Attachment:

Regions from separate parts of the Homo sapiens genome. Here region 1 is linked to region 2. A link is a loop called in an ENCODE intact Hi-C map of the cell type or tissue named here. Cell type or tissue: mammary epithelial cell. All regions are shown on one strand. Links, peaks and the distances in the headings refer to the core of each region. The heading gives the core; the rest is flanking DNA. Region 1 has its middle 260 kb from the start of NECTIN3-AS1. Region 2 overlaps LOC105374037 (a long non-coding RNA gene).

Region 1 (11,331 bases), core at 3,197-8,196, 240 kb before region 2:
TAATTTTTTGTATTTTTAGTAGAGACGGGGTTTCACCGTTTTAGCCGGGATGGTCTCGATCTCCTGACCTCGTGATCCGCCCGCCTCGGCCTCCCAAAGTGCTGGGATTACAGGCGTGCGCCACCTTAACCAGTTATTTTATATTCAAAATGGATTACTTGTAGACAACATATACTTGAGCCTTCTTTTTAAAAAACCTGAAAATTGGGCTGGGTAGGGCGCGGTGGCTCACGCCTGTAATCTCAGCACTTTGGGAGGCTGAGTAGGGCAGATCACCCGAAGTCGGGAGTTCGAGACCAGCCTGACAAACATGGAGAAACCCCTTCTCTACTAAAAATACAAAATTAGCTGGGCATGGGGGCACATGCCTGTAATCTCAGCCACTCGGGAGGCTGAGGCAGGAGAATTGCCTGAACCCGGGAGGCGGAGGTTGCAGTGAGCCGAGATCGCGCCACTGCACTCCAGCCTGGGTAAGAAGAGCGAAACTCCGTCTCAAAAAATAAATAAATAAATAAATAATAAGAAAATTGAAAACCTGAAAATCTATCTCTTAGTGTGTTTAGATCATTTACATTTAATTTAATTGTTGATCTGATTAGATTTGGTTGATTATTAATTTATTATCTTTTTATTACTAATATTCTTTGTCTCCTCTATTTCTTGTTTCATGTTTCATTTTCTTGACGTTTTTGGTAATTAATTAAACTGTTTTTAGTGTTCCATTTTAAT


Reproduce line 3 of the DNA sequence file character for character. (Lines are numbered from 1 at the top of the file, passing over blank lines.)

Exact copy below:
TAATTTTTTGTATTTTTAGTAGAGACGGGGTTTCACCGTTTTAGCCGGGATGGTCTCGATCTCCTGACCTCGTGATCCGCCCGCCTCGGCCTCCCAAAGTGCTGGGATTACAGGCGTGCGCCACCTTAACCAGTTATTTTATATTCAAAATGGATTACTTGTAGACAACATATACTTGAGCCTTCTTTTTAAAAAACCTGAAAATTGGGCTGGGTAGGGCGCGGTGGCTCACGCCTGTAATCTCAGCACTTTGGGAGGCTGAGTAGGGCAGATCACCCGAAGTCGGGAGTTCGAGACCAGCCTGACAAACATGGAGAAACCCCTTCTCTACTAAAAATACAAAATTAGCTGGGCATGGGGGCACATGCCTGTAATCTCAGCCACTCGGGAGGCTGAGGCAGGAGAATTGCCTGAACCCGGGAGGCGGAGGTTGCAGTGAGCCGAGATCGCGCCACTGCACTCCAGCCTGGGTAAGAAGAGCGAAACTCCGTCTCAAAAAATAAATAAATAAATAAATAATAAGAAAATTGAAAACCTGAAAATCTATCTCTTAGTGTGTTTAGATCATTTACATTTAATTTAATTGTTGATCTGATTAGATTTGGTTGATTATTAATTTATTATCTTTTTATTACTAATATTCTTTGTCTCCTCTATTTCTTGTTTCATGTTTCATTTTCTTGACGTTTTTGGTAATTAATTAAACTGTTTTTAGTGTTCCATTTTAAT